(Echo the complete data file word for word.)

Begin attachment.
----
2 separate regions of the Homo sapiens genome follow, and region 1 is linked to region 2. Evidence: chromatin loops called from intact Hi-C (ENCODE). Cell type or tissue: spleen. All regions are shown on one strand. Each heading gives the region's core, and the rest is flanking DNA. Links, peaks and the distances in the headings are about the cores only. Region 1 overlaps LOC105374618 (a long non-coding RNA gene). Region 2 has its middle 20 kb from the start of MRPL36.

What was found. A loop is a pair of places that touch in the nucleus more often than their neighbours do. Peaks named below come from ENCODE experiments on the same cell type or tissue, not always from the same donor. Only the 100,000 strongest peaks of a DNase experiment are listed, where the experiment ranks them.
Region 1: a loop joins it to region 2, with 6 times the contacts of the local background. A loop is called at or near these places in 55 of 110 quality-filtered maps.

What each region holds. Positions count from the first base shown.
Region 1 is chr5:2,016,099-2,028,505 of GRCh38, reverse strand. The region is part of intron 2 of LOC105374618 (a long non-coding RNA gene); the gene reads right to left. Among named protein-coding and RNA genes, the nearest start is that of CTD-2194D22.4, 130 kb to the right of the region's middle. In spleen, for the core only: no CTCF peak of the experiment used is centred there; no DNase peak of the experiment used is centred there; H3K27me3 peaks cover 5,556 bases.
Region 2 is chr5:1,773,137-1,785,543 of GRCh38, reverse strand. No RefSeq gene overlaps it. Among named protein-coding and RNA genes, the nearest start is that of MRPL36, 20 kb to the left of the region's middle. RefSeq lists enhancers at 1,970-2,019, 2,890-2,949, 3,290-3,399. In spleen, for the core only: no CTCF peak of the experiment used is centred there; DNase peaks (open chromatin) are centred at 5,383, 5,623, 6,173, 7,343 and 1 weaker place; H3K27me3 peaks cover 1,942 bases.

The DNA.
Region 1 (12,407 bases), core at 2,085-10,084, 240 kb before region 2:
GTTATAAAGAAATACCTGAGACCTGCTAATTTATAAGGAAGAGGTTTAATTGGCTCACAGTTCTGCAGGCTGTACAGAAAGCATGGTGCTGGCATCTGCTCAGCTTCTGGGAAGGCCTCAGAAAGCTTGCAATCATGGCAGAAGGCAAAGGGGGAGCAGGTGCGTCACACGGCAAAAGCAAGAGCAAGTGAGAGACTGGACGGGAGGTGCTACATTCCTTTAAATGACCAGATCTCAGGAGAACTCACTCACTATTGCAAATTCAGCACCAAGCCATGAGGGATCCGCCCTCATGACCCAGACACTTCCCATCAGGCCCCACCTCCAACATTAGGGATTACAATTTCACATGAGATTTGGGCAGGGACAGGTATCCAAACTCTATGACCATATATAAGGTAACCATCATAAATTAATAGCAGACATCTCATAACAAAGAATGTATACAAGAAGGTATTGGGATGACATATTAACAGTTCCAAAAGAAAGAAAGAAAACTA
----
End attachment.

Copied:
2 separate regions of the Homo sapiens genome follow, and region 1 is linked to region 2. Evidence: chromatin loops called from intact Hi-C (ENCODE). Cell type or tissue: spleen. All regions are shown on one strand. Each heading gives the region's core, and the rest is flanking DNA. Links, peaks and the distances in the headings are about the cores only. Region 1 overlaps LOC105374618 (a long non-coding RNA gene). Region 2 has its middle 20 kb from the start of MRPL36.

What was found. A loop is a pair of places that touch in the nucleus more often than their neighbours do. Peaks named below come from ENCODE experiments on the same cell type or tissue, not always from the same donor. Only the 100,000 strongest peaks of a DNase experiment are listed, where the experiment ranks them.
Region 1: a loop joins it to region 2, with 6 times the contacts of the local background. A loop is called at or near these places in 55 of 110 quality-filtered maps.

What each region holds. Positions count from the first base shown.
Region 1 is chr5:2,016,099-2,028,505 of GRCh38, reverse strand. The region is part of intron 2 of LOC105374618 (a long non-coding RNA gene); the gene reads right to left. Among named protein-coding and RNA genes, the nearest start is that of CTD-2194D22.4, 130 kb to the right of the region's middle. In spleen, for the core only: no CTCF peak of the experiment used is centred there; no DNase peak of the experiment used is centred there; H3K27me3 peaks cover 5,556 bases.
Region 2 is chr5:1,773,137-1,785,543 of GRCh38, reverse strand. No RefSeq gene overlaps it. Among named protein-coding and RNA genes, the nearest start is that of MRPL36, 20 kb to the left of the region's middle. RefSeq lists enhancers at 1,970-2,019, 2,890-2,949, 3,290-3,399. In spleen, for the core only: no CTCF peak of the experiment used is centred there; DNase peaks (open chromatin) are centred at 5,383, 5,623, 6,173, 7,343 and 1 weaker place; H3K27me3 peaks cover 1,942 bases.

The DNA.
Region 1 (12,407 bases), core at 2,085-10,084, 240 kb before region 2:
GTTATAAAGAAATACCTGAGACCTGCTAATTTATAAGGAAGAGGTTTAATTGGCTCACAGTTCTGCAGGCTGTACAGAAAGCATGGTGCTGGCATCTGCTCAGCTTCTGGGAAGGCCTCAGAAAGCTTGCAATCATGGCAGAAGGCAAAGGGGGAGCAGGTGCGTCACACGGCAAAAGCAAGAGCAAGTGAGAGACTGGACGGGAGGTGCTACATTCCTTTAAATGACCAGATCTCAGGAGAACTCACTCACTATTGCAAATTCAGCACCAAGCCATGAGGGATCCGCCCTCATGACCCAGACACTTCCCATCAGGCCCCACCTCCAACATTAGGGATTACAATTTCACATGAGATTTGGGCAGGGACAGGTATCCAAACTCTATGACCATATATAAGGTAACCATCATAAATTAATAGCAGACATCTCATAACAAAGAATGTATACAAGAAGGTATTGGGATGACATATTAACAGTTCCAAAAGAAAGAAAGAAAACTA